On establishing Wat Tham Krabok Phra CHAMROON had originally thought only of creating a shelter for monks. His own goal was to “help people understand the truth of life, disseminate the dharma of Buddha with emphasis on the sajja and seek an appropriate model in approaching the religious way of life.” The Luang Poh Yai, however, told her nephews that the country was facing serious difficulties and they should each choose a problem to address. Phra CHAMROON chose drug addiction. His brother (Phra CHAROEN) chose illiteracy among the poor, and after their aunt died in March 1970 (her body is enshrined in a coffin in a special room at the wat) he left the monastery to make his headquarters at Lam Narai, about 70 kilometres east of Saraburi, to pursue a program of establishing schools for underprivileged children.

In 1959, when Phra CHAMROON first began to deal with addiction, opium had already been banned in Thailand for five years. The law was not enforced, however, until Prime Minister Sarit Thanarat assumed power in late 1958, primarily because of the involvement of senior government and police officials in the opium trade.

When Thailand outlawed the use of opium in 1954 there were an estimated 72,000 addicts, mostly men, middle-aged and older. By 1975, the government estimated, some 400,000 persons were addicted to drugs, ranging from marijuana to heroin. Most of them were young men between the ages of 14 and 24 and, during the 1960s, from the labouring class. However, more and more students from well- to-do and aristocratic families are becoming addicted and a large number of Phra CHAMROON’s patients today come from the upper echelons of society.

Three reasons for this quantum leap in drug addiction in Thailand stand out: the dramatic worldwide upswing in drug use, the ready availability in Thailand of opium and its derivatives, morphine and heroin, and thus their cheap price; and the pressures of modern life.

For centuries opium has been grown in the “golden triangle,” so-called for the “yellow-gold” profit of the “black-gold” opium derived from the poppies that dot the rugged mountain terrain in the north where Thailand, Burma and Laos meet. Opium has traditionally been the cash crop because little else will grow in the rocky soil on handkerchief-sized plots. Moreover, opium poppies require intensive labour only when harvested, which is after the flowers have fallen. At that time the pods are slashed and a sticky white substance, which quickly turns brown or black, is gathered. Most of the crop is grown in Burma and smuggled into Thailand.

The problem of opium growing and selling was containable until the early 1950s. At that time the Chinese Communists successfully conquered YunnanProvince in southern China and remnants of the Chinese Nationalist (Kuomintang) army fled into the triangle. Selling their weapons to dissident Burmese tribesmen, they eventually settled down to raise poppies or to set up as shopkeepers or middlemen in the opium trade. Official reports state that today both Burmese insurgents and Chinese communists seeking to overthrow the Burmese government, who finance themselves through the drug trade, and former Chinese nationalists, who are making a tidy profit, smuggle opium into Thailand and through their confederates move it to markets throughout Southeast Asia and the West.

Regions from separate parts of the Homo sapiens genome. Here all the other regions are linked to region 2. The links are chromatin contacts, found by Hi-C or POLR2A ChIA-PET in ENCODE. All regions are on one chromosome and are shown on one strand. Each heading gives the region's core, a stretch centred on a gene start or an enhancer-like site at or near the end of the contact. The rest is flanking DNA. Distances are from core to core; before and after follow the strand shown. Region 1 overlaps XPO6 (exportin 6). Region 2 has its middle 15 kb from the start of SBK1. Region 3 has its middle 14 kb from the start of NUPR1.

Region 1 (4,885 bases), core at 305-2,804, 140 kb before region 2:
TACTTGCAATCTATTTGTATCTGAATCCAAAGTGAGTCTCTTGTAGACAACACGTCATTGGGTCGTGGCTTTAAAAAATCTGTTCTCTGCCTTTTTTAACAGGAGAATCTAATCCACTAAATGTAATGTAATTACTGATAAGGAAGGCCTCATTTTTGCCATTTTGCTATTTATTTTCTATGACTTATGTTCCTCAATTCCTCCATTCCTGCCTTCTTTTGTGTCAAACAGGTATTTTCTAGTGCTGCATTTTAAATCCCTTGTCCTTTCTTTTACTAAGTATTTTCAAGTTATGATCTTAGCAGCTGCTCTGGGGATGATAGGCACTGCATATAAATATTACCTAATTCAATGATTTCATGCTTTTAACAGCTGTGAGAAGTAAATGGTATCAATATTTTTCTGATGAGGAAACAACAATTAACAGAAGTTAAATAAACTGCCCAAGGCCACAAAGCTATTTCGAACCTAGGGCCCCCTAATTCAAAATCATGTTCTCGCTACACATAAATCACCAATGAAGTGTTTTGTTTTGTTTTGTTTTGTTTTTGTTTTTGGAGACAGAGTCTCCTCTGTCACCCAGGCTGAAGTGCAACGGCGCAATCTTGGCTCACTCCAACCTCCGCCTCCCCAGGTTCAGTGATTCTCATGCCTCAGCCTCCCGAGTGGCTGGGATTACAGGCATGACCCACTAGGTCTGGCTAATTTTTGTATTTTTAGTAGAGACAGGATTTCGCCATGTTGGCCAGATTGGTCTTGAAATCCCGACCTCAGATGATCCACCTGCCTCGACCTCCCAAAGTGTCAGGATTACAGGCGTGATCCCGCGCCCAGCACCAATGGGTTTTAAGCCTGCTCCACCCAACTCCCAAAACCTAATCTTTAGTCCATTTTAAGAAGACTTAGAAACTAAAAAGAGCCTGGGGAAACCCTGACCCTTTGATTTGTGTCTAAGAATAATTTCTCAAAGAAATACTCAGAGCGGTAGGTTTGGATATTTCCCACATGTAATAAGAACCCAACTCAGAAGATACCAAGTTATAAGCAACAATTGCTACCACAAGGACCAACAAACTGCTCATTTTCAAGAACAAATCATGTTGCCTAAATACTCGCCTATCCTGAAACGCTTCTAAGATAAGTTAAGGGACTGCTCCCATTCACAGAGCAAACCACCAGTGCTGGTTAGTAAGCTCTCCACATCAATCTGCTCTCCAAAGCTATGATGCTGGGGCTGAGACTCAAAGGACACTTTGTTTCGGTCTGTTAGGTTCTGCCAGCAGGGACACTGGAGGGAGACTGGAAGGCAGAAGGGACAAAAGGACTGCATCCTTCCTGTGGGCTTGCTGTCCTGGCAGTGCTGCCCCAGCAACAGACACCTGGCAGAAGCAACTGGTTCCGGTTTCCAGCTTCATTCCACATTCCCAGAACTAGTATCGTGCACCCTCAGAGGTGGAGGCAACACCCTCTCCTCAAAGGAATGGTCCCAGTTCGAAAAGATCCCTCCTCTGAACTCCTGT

A new factor entered into the trade in the early 1960s. Since opium has a strong, easily identifiable odour and is bulky, it began being reduced into morphine and the more highly refined heroin. These lack odour and are less bulky (ten pounds of opium reduces one pound of heroin and are therefore more easily portable. As much as 700 tons of heroin comes out of the triangle through Thailand yearly. As a result it is both readily and inexpensively available.

The pressures of modern life and rapid change are particularly evident in urban areas like Bangkok, which is an overcrowded “modern city” with a pace unknown a few decades earlier. Many young men, insecure, often unable to find a job in a society where 40 percent of the population is under the age of 15, estranged from traditional values and accepting peer values instead, have turned to drugs. Their choice is usually heroin; only the old smoke opium. The police in both Malaysia and Thailand also report that the communists in Southeast Asia are actively pushing drugs, both as a means of acquiring funds and of demoralizing “bourgeois’ societies. Cited as an example arc the actions of the communist government of Laos which, when it came to power in August 1975, legalized and encouraged the growth of opium poppies in the triangle.

By mid-1961 Phra CHAMROON was ready to begin treating in a more organized way the addicts who came to Tham Krabok seeking a cure. The wat still offered for shelter only caves and a few crude wooden sheds, but much of the 10-day regimen he had worked out required minimal physical accommodation.